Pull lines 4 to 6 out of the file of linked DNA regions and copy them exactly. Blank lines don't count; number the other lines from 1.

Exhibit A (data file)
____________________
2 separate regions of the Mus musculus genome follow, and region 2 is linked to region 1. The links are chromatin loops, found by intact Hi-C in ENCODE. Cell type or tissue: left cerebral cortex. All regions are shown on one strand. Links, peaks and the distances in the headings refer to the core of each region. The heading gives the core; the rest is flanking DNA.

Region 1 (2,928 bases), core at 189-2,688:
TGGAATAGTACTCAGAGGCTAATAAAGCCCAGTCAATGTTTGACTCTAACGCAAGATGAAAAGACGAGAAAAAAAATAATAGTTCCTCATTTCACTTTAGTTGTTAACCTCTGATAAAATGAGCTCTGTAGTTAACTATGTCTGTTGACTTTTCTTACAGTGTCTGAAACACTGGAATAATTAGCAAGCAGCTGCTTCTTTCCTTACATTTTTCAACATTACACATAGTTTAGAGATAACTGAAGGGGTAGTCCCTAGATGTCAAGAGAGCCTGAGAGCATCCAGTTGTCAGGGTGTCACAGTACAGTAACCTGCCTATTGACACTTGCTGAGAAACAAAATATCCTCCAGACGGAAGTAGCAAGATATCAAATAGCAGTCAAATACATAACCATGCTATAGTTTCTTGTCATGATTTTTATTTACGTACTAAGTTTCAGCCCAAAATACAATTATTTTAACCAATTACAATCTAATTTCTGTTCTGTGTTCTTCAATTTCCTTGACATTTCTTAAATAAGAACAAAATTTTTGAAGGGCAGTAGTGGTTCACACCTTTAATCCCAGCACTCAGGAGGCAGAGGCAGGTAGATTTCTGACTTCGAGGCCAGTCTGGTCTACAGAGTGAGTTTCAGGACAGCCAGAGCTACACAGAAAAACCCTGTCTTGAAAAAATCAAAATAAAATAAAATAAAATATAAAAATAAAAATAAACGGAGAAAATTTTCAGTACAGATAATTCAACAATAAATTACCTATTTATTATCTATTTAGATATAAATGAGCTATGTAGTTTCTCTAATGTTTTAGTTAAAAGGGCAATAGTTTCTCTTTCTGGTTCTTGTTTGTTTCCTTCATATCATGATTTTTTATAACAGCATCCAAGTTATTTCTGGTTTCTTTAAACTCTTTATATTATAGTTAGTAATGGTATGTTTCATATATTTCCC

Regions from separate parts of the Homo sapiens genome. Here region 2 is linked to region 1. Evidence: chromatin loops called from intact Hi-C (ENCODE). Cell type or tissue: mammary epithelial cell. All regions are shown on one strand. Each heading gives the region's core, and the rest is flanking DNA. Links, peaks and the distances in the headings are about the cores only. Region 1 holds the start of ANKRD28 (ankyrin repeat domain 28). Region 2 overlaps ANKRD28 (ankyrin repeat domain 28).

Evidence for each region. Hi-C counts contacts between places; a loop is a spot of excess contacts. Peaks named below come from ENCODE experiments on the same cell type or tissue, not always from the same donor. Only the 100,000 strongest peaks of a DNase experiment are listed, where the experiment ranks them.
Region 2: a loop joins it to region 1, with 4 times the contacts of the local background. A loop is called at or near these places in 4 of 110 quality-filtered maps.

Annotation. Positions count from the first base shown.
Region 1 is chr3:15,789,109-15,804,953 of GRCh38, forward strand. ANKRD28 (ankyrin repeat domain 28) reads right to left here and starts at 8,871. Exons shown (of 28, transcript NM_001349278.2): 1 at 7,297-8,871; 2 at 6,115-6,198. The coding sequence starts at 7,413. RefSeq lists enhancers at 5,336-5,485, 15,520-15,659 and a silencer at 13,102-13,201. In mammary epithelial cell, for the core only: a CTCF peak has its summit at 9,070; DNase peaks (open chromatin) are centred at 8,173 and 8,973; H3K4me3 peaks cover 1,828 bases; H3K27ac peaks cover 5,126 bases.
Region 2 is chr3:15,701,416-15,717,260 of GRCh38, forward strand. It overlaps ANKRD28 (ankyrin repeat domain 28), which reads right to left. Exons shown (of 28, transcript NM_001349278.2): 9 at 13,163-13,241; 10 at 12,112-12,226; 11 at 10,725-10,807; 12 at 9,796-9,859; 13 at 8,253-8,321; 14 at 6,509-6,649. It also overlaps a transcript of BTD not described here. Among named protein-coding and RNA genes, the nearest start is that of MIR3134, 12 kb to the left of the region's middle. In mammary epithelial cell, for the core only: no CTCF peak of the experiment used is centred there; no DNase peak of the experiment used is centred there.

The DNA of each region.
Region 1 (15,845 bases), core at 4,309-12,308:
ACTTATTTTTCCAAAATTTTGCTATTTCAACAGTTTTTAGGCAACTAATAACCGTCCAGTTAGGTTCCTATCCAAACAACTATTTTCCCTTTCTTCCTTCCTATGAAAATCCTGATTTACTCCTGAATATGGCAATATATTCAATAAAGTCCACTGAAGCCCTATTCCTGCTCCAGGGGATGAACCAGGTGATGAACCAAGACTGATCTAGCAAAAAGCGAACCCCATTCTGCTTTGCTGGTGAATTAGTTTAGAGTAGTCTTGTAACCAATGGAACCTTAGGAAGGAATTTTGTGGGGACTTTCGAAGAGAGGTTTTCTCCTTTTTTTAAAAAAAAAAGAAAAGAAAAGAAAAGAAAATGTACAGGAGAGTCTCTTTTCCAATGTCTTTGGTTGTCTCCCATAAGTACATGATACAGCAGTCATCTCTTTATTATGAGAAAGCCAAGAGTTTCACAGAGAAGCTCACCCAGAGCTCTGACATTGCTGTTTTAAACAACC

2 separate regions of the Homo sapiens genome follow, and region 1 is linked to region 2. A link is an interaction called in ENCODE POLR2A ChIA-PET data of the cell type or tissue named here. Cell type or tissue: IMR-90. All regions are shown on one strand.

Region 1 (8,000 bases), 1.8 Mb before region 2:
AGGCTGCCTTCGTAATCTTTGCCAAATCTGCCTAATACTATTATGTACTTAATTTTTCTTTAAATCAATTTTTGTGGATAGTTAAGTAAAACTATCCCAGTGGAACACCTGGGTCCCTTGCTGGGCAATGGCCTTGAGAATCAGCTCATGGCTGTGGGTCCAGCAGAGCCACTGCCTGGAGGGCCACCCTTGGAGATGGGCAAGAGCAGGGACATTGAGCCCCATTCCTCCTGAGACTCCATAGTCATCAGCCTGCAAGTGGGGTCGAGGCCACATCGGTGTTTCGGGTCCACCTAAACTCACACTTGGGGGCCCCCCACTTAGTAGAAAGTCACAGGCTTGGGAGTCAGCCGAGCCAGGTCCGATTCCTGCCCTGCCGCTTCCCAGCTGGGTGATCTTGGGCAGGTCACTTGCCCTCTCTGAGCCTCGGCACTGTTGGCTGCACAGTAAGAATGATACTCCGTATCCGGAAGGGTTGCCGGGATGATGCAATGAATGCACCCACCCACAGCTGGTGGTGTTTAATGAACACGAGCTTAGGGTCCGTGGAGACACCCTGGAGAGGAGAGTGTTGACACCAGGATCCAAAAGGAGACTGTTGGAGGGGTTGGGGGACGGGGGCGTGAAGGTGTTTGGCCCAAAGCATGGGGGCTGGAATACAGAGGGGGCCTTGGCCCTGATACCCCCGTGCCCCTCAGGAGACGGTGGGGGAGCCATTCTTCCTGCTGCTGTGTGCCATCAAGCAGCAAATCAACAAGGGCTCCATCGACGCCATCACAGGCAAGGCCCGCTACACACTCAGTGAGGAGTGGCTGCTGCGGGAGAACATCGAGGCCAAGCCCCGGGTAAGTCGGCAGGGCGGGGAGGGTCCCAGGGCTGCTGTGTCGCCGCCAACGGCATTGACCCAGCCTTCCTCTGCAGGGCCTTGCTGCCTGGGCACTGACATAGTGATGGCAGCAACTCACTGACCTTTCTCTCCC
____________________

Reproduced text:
Regions from separate parts of the Homo sapiens genome. Here region 2 is linked to region 1. Evidence: chromatin loops called from intact Hi-C (ENCODE). Cell type or tissue: mammary epithelial cell. All regions are shown on one strand. Each heading gives the region's core, and the rest is flanking DNA. Links, peaks and the distances in the headings are about the cores only. Region 1 holds the start of ANKRD28 (ankyrin repeat domain 28). Region 2 overlaps ANKRD28 (ankyrin repeat domain 28).

Evidence for each region. Hi-C counts contacts between places; a loop is a spot of excess contacts. Peaks named below come from ENCODE experiments on the same cell type or tissue, not always from the same donor. Only the 100,000 strongest peaks of a DNase experiment are listed, where the experiment ranks them.
Region 2: a loop joins it to region 1, with 4 times the contacts of the local background. A loop is called at or near these places in 4 of 110 quality-filtered maps.